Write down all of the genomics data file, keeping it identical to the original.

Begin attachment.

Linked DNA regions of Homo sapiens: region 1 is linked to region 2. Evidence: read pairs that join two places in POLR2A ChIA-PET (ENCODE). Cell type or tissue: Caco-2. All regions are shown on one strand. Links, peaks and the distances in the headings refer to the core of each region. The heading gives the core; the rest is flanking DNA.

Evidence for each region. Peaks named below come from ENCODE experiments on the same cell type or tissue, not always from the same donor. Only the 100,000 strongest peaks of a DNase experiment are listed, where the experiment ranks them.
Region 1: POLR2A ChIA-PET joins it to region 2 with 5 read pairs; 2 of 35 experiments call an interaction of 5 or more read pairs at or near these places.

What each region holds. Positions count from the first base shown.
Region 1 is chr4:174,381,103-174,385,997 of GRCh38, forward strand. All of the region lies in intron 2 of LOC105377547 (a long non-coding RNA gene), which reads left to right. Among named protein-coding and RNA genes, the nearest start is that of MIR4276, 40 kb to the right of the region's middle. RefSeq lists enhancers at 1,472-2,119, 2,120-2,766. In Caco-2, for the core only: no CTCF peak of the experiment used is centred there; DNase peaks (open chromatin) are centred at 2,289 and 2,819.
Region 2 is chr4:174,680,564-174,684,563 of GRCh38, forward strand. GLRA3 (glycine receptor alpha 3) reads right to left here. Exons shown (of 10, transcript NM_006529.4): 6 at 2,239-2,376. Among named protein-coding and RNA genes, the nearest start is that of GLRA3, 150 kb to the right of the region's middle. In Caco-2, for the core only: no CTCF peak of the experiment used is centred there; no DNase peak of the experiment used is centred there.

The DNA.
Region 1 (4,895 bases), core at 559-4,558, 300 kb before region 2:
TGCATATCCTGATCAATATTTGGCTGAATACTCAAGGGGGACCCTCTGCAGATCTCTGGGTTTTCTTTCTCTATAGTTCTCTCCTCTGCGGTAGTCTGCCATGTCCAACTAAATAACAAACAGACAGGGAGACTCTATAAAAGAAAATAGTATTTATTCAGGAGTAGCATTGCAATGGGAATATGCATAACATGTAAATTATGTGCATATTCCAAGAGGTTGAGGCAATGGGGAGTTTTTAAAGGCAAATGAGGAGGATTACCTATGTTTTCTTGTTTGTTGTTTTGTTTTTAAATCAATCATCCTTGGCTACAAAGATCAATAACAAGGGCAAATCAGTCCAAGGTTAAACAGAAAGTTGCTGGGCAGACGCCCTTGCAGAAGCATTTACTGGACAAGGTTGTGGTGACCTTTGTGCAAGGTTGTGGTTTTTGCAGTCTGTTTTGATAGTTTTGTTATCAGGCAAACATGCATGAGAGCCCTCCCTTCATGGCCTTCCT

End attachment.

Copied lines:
Linked DNA regions of Homo sapiens: region 1 is linked to region 2. Evidence: read pairs that join two places in POLR2A ChIA-PET (ENCODE). Cell type or tissue: Caco-2. All regions are shown on one strand. Links, peaks and the distances in the headings refer to the core of each region. The heading gives the core; the rest is flanking DNA.

Evidence for each region. Peaks named below come from ENCODE experiments on the same cell type or tissue, not always from the same donor. Only the 100,000 strongest peaks of a DNase experiment are listed, where the experiment ranks them.
Region 1: POLR2A ChIA-PET joins it to region 2 with 5 read pairs; 2 of 35 experiments call an interaction of 5 or more read pairs at or near these places.

What each region holds. Positions count from the first base shown.
Region 1 is chr4:174,381,103-174,385,997 of GRCh38, forward strand. All of the region lies in intron 2 of LOC105377547 (a long non-coding RNA gene), which reads left to right. Among named protein-coding and RNA genes, the nearest start is that of MIR4276, 40 kb to the right of the region's middle. RefSeq lists enhancers at 1,472-2,119, 2,120-2,766. In Caco-2, for the core only: no CTCF peak of the experiment used is centred there; DNase peaks (open chromatin) are centred at 2,289 and 2,819.
Region 2 is chr4:174,680,564-174,684,563 of GRCh38, forward strand. GLRA3 (glycine receptor alpha 3) reads right to left here. Exons shown (of 10, transcript NM_006529.4): 6 at 2,239-2,376. Among named protein-coding and RNA genes, the nearest start is that of GLRA3, 150 kb to the right of the region's middle. In Caco-2, for the core only: no CTCF peak of the experiment used is centred there; no DNase peak of the experiment used is centred there.

The DNA.
Region 1 (4,895 bases), core at 559-4,558, 300 kb before region 2:
TGCATATCCTGATCAATATTTGGCTGAATACTCAAGGGGGACCCTCTGCAGATCTCTGGGTTTTCTTTCTCTATAGTTCTCTCCTCTGCGGTAGTCTGCCATGTCCAACTAAATAACAAACAGACAGGGAGACTCTATAAAAGAAAATAGTATTTATTCAGGAGTAGCATTGCAATGGGAATATGCATAACATGTAAATTATGTGCATATTCCAAGAGGTTGAGGCAATGGGGAGTTTTTAAAGGCAAATGAGGAGGATTACCTATGTTTTCTTGTTTGTTGTTTTGTTTTTAAATCAATCATCCTTGGCTACAAAGATCAATAACAAGGGCAAATCAGTCCAAGGTTAAACAGAAAGTTGCTGGGCAGACGCCCTTGCAGAAGCATTTACTGGACAAGGTTGTGGTGACCTTTGTGCAAGGTTGTGGTTTTTGCAGTCTGTTTTGATAGTTTTGTTATCAGGCAAACATGCATGAGAGCCCTCCCTTCATGGCCTTCCT